Popular IP insurance myths debunked
IP insurance can appear more complicated than it really is and cause some businesses to think they don’t need it, find out why they really do.
Intellectual property (IP) rights enable a company to invest in and reap the benefits of their creativity, innovation, and branding, and prevent others from copying what they have developed. However, IP insurance can appear more complicated than it really is and cause some businesses to think they don’t need it.
To clear up the confusion, here are four of the most common misunderstandings that businesses tend to have about IP insurance and how to overcome them.
Only large corporations need to worry about IP risks
SMEs are the most common target for patent trolls. SMEs may also find themselves targeted by large competitors who want to prevent competition and who have more established IP portfolios because of their size and age. IP can present a classic David versus Goliath scenario, and without sufficient resources, the smaller organization can face more dire consequences.
We don't / do have a patent, so we can’t infringe
A claim of infringement has nothing to do with the defendant’s own IP, but rather the IP of the claiming party. Infringement is the result of a business activity. Holding an IP right (patent, copyright, trademark) doesn’t protect you from infringing on someone else’s IP, nor does lack of IP rights indicate that you can’t infringe. IP rights often overlap and rarely cover an entire product or process. Sometimes patents are granted to different parties for the same thing, and there are cases where an awarded patent will later be invalidated.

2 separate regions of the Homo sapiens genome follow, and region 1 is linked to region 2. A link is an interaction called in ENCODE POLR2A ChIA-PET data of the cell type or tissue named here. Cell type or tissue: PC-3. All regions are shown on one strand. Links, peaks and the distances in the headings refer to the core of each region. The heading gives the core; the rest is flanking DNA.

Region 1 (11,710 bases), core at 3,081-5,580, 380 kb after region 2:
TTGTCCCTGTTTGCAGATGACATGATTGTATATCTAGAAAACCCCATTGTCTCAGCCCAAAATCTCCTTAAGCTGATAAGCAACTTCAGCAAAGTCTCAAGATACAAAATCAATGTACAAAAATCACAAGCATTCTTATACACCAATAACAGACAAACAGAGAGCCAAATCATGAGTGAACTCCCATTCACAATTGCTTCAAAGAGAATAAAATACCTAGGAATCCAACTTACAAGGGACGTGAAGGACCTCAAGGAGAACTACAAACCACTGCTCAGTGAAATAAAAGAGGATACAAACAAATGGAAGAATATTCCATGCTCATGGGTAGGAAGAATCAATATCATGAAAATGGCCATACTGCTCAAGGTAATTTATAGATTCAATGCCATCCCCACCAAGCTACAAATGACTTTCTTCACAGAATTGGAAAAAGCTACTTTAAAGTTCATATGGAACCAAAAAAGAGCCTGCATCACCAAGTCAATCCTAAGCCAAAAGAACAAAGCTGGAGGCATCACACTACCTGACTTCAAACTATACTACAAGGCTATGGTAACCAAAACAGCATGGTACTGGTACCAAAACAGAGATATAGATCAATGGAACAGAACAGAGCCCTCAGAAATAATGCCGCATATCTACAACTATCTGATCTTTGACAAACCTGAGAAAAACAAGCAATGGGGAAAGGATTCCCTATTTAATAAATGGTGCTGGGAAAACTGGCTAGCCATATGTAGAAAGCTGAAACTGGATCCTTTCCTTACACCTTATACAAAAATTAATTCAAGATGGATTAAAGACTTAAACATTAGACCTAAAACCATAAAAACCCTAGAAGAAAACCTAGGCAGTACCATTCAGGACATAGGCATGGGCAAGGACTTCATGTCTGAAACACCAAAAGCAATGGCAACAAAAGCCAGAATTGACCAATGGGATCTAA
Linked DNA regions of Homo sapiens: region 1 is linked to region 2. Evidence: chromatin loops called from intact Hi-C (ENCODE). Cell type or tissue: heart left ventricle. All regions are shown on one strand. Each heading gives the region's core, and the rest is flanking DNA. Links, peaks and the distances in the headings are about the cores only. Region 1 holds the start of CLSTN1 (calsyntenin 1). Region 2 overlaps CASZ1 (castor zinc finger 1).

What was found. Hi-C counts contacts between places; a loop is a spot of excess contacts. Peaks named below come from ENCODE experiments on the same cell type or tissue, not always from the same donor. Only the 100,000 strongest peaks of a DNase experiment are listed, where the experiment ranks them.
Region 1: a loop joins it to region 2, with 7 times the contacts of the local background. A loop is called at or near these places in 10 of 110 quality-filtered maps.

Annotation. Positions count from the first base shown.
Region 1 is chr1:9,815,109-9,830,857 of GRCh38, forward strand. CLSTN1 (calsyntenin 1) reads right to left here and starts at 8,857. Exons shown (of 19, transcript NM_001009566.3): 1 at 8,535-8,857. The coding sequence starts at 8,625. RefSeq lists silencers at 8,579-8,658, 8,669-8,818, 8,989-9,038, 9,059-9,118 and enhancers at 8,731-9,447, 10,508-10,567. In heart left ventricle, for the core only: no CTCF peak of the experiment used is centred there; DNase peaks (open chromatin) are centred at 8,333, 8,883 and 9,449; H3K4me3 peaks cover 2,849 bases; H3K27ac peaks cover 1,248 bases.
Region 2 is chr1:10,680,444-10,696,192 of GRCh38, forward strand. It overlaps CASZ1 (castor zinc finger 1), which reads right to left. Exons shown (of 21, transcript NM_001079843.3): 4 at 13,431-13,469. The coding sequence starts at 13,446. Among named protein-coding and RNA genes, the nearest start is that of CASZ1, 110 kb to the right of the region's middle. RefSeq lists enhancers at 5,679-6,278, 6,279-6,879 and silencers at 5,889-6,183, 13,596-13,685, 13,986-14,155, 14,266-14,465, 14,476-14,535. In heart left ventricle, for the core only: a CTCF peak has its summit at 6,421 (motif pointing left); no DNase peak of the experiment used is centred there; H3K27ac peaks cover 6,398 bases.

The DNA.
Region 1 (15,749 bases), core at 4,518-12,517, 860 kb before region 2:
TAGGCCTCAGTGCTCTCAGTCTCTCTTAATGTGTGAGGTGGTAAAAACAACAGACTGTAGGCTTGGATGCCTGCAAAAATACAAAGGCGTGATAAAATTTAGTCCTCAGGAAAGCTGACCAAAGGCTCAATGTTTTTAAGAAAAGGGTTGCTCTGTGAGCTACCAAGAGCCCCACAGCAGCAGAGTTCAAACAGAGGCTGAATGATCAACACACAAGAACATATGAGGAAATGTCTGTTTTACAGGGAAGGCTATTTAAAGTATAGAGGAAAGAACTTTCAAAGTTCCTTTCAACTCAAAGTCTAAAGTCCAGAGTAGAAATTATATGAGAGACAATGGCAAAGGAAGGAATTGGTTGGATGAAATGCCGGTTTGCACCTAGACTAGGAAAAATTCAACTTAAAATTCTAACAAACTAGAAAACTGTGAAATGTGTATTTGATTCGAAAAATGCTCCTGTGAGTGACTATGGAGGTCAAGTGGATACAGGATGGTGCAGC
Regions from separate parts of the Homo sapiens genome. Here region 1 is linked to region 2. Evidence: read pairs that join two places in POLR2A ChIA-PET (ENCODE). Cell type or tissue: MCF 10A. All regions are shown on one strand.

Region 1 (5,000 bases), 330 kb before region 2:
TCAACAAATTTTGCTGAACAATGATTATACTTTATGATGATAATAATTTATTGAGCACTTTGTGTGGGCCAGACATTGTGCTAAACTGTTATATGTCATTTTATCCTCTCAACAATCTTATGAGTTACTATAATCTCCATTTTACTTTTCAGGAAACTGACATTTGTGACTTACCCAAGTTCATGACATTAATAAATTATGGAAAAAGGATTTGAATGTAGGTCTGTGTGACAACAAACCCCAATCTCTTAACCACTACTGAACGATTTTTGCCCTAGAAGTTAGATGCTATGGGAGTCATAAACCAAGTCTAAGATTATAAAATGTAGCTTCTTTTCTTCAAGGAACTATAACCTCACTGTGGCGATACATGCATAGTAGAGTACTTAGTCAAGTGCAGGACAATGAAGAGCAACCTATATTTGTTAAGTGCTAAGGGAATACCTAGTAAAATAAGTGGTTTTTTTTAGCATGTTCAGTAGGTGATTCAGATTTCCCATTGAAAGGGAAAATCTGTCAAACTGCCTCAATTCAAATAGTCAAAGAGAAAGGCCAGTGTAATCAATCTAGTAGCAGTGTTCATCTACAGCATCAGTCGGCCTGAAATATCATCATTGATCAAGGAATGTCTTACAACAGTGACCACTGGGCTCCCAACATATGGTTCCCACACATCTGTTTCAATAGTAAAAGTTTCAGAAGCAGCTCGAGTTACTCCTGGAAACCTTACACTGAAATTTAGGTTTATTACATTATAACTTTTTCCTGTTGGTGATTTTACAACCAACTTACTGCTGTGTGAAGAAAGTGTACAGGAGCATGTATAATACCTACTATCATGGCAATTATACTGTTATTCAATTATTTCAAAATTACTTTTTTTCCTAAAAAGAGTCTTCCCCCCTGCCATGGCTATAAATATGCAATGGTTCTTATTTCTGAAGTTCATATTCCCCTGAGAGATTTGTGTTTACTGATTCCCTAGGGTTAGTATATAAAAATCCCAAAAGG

We came up with the idea ourselves, so we can’t be infringing on anyone’s IP
It may be true that a business developed an idea from scratch, most inventions today are a ‘next step’ innovation rather than an entirely new idea. Sometimes multiple parties in a sector will come up with the same solution to a problem without realizing it. Just because a company develops something in-house, doesn’t mean it can’t infringe on another’s IP rights and just because they aren’t aware of someone else’s IP, it also doesn’t mean they aren’t infringing. Even if a business feels confident that it is not infringing, it doesn’t mean that someone won’t allege that they are, and it is important to be able to defend such allegations.
We’re not a tech company, so we don’t need to worry about IP
IP is valuable in most, if not all, sectors. If it is valuable to a business, then it is probably valuable to a competitor and is worth protecting! The automotive and energy sectors are obvious examples of areas that share the patent or trade secret risk with tech companies. Food and beverage, agriculture and chemical industries have similar risks. For companies in fashion, homeware and other consumer sectors, trademark, copyright, and design are often important. Many sectors have exposures related to technology even if they aren't a tech company themselves. Simply using technology in a business could result in infringement.
IP has become one of the most critical assets for today’s modern businesses. Recent studies show that intangible assets contribute twice as much to the total value of manufactured goods sold than other forms of tangible capital.